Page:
While not necessarily directly involved in detoxifying the body, ginger does two things that make cleanses more effective in general.  First, it has a warming effect, tending to boost metabolism and body temperature, which makes your body more energetic in general and creates a less friendly environment for toxins. Second, it improves digestion, which makes elimination of the toxins quicker and more efficient, as well as allowing the body to absorb  other nutrients and detoxifying foods more effectively.

You can use fresh ginger to make tea, run a knob of ginger through your juicer with your other produce, grate a small amount into your smoothie or add some to your bath for a detox bath. You can also use powdered ginger in any of the above uses, as well as general baking. Or add a large pinch of powdered ginger to this natural electrolyte drink recipe, to make a ginger tonic that one of my sisters uses often to boost her metabolism (and relieve female cramping).


Grapes are so popular as a detox food, that there is an entire detox diet that consists of nothing but grapes. They are high in antioxidants, and stimulate the cleansing action of the liver. Do note that grapes are on the dirty dozen list (meaning, they contain some of the most pesticides of any produce available) so organic grapes might be more effective at helping you get rid of toxins without just introducing more into your system.

I wouldn’t recommend a grape exclusive diet, but eating plenty of grapes or raisins as snacks would be one simple way to boost your detoxification. (You could even mix those raisins with some pumpkin seeds and dried cranberries for a super detoxifying trail mix.)


Like ginger, carrots could be considered a year round vegetable, but are often harvested most heavily in the fall.

Because of the amount of fiber they contain, carrots are a good addition to any colon cleanse, but in addition they are particularly well suited to absorb excess hormones out of the body for expulsion. Also, particularly when eaten first thing in the morning, they help expel intestinal worms. (If a couple of raw carrots first thing in the morning doesn’t sound appealing to you, you might try starting your day with some carrot/apple juice for this effect.)

For cleanses, carrots are best eaten raw. You might snack on them with some homemade french onion dip, add them to juices, add them to your coleslaw or green salad, or even try fermenting them for a double cleansing whammy.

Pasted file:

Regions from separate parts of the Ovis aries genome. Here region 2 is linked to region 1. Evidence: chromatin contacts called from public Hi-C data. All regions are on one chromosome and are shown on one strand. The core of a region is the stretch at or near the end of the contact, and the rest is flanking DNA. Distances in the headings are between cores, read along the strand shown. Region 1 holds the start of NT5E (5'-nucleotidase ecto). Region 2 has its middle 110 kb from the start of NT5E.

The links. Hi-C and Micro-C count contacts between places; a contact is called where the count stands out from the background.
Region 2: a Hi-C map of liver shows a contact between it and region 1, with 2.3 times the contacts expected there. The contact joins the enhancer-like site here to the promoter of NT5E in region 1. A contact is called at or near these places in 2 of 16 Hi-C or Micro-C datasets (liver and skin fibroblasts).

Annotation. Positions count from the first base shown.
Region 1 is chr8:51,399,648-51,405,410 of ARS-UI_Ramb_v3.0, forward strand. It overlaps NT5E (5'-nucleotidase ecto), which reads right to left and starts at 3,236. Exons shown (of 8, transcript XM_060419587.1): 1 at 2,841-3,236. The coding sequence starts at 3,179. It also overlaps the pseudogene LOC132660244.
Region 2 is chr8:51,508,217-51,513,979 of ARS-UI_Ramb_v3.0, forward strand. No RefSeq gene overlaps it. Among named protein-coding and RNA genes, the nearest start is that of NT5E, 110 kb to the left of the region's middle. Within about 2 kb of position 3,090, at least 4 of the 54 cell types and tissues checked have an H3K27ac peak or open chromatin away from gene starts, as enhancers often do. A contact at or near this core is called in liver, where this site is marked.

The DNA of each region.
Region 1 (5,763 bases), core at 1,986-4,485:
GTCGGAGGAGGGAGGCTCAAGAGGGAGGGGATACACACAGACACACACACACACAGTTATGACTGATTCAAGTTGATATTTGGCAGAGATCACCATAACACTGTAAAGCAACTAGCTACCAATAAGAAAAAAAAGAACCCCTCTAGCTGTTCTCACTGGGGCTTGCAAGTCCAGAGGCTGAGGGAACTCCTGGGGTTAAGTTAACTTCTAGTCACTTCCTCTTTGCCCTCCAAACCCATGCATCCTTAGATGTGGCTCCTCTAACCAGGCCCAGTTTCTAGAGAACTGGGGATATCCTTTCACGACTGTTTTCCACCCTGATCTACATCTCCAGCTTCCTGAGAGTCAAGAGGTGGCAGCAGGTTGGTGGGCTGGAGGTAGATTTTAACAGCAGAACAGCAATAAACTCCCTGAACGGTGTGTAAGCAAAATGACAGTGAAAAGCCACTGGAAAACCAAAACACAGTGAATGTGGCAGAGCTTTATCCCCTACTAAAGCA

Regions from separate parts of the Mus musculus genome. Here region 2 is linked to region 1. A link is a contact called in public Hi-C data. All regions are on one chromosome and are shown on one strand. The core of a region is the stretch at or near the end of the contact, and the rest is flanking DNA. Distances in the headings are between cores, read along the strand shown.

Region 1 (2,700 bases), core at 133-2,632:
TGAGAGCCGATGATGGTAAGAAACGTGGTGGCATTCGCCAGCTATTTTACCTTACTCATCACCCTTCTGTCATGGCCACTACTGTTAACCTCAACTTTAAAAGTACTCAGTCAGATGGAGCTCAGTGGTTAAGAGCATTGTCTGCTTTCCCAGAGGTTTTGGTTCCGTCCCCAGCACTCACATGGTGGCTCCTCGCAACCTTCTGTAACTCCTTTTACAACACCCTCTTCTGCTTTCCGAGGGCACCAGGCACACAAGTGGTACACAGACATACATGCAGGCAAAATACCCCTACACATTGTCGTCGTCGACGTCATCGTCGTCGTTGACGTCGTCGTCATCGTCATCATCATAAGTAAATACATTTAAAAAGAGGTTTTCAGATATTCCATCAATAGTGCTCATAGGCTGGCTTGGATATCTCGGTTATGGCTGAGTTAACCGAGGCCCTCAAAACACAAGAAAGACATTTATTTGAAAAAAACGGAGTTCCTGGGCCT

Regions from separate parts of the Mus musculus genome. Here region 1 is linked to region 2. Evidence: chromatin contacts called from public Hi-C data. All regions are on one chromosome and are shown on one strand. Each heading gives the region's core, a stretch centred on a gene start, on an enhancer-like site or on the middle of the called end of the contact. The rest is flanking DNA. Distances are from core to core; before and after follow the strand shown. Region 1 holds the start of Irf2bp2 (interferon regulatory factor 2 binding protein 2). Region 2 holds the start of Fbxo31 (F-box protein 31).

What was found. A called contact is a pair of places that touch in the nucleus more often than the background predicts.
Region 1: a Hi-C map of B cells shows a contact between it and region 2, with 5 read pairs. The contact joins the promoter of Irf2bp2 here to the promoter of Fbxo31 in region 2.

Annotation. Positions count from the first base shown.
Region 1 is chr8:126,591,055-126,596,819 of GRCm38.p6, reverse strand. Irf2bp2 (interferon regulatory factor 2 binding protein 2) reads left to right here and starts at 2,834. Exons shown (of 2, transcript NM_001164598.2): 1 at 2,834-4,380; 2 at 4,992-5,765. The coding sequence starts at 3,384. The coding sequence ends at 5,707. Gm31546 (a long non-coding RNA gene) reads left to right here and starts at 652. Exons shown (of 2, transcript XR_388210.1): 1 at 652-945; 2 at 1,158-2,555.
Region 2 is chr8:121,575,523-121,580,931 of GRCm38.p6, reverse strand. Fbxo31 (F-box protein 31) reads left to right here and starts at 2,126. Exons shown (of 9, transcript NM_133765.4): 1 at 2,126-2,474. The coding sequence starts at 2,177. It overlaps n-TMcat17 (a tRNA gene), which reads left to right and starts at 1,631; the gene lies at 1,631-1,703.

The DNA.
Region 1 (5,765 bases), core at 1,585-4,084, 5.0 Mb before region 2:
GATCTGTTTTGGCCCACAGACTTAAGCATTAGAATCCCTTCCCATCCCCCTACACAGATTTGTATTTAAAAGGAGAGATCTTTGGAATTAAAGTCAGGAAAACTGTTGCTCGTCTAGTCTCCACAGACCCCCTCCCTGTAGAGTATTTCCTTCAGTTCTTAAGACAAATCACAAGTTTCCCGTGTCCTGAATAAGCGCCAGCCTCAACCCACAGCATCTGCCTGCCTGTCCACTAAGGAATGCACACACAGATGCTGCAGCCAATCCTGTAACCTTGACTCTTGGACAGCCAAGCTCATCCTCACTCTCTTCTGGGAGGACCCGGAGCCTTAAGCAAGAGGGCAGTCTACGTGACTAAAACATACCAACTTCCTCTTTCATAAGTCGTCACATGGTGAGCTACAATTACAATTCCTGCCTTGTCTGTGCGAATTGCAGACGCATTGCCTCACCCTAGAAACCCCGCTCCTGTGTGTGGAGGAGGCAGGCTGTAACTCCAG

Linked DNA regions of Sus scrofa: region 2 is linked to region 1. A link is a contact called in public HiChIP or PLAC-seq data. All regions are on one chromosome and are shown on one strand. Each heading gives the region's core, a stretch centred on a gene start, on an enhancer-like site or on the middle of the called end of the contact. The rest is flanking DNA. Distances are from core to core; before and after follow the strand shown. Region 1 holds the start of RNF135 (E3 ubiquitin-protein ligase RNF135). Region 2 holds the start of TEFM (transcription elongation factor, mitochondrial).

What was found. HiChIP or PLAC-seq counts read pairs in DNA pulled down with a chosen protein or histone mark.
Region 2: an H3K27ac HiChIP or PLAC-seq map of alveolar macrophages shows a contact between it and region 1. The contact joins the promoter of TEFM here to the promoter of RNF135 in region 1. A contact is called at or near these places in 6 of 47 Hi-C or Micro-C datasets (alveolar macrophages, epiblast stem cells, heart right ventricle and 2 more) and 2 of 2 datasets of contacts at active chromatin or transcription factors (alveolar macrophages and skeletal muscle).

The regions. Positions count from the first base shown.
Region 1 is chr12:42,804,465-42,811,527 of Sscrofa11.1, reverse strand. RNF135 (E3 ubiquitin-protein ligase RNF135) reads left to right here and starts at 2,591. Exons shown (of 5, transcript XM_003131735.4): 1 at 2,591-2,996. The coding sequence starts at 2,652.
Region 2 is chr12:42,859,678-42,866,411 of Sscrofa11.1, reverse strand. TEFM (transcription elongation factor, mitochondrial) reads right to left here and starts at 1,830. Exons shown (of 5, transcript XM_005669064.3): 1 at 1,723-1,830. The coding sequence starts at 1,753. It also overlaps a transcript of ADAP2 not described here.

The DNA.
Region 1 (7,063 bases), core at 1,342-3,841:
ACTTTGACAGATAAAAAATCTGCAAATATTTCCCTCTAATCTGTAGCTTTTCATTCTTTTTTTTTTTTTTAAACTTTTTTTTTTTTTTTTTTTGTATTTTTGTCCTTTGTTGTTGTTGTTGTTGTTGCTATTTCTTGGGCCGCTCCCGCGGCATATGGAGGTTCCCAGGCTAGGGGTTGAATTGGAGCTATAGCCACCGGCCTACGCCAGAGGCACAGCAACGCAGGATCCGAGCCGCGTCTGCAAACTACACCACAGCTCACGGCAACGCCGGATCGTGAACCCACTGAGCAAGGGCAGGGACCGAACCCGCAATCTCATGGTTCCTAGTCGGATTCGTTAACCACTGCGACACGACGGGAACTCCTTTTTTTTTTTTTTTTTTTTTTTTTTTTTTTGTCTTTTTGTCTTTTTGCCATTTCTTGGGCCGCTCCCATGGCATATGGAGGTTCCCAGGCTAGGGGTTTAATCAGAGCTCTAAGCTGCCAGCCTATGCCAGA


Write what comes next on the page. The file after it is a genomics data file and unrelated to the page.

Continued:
Fall Cleansing and Detoxifying Foods, Part 2

See Part 1, here.

Broccoli and other Cruciferous Vegetables

Okay, cruciferous vegetables get complicated, so here’s the quick version: If they’re cooked, they lose the enzymes that stimulate the liver and help detoxify the body (though based on some comments in this study, I think cooked vegetables were used, so likely cooking the veggies only partially changes the effect).

If they’re raw, they may block iodine absorption, causing hypothyroid in those with low thyroid tendencies (though again, this may be a bit exaggerated, as if you have plenty of iodine in your diet to start with, it may not harm your thyroid at all to have some of the iodine blocked).

Fermented cruciferous veggies (such as kimchi and sauerkraut) get the best of both worlds with the full benefit of raw enzymes, but no iodine blocking effect. The downside here is that most people find it difficult to eat large amounts of sauerkraut or other fermented cruciferious veggies on a daily basis.

My recommendation: Include cruciferous vegetables in your diet however you like them best, ideally with some combination of all three methods: cooked, raw and fermented. Your body will probably tell you which way it’s getting the nutrients it needs the most at the moment, simply by how much you enjoy eating them compared to other methods of preparation. If you’re particularly aiming at detox though, you might want to focus in on the raw and fermented versions of these veggies.

Side note: This article claims that because of the enhanced liver function after eating these vegetables “if you eat a lot of these healthy vegetables you’d actually have to drink more coffee to get the same buzz because your liver is so revved up.” I’m pretty sure this is similar to the reason Captain America can’t get drunk because his body processes alcohol so quickly, therefore broccoli clearly give you superpowers.

In case you were wondering, besides broccoli, you can get the benefits of these cruciferous vegetables from eating cabbage, brussel sprouts, kale, rutabegas, turnips,kohlrabi and others even including horseradish! Most cruciferous vegetables, including all the ones listed above, grow best in the cooler seasons, so are plentiful in the fall.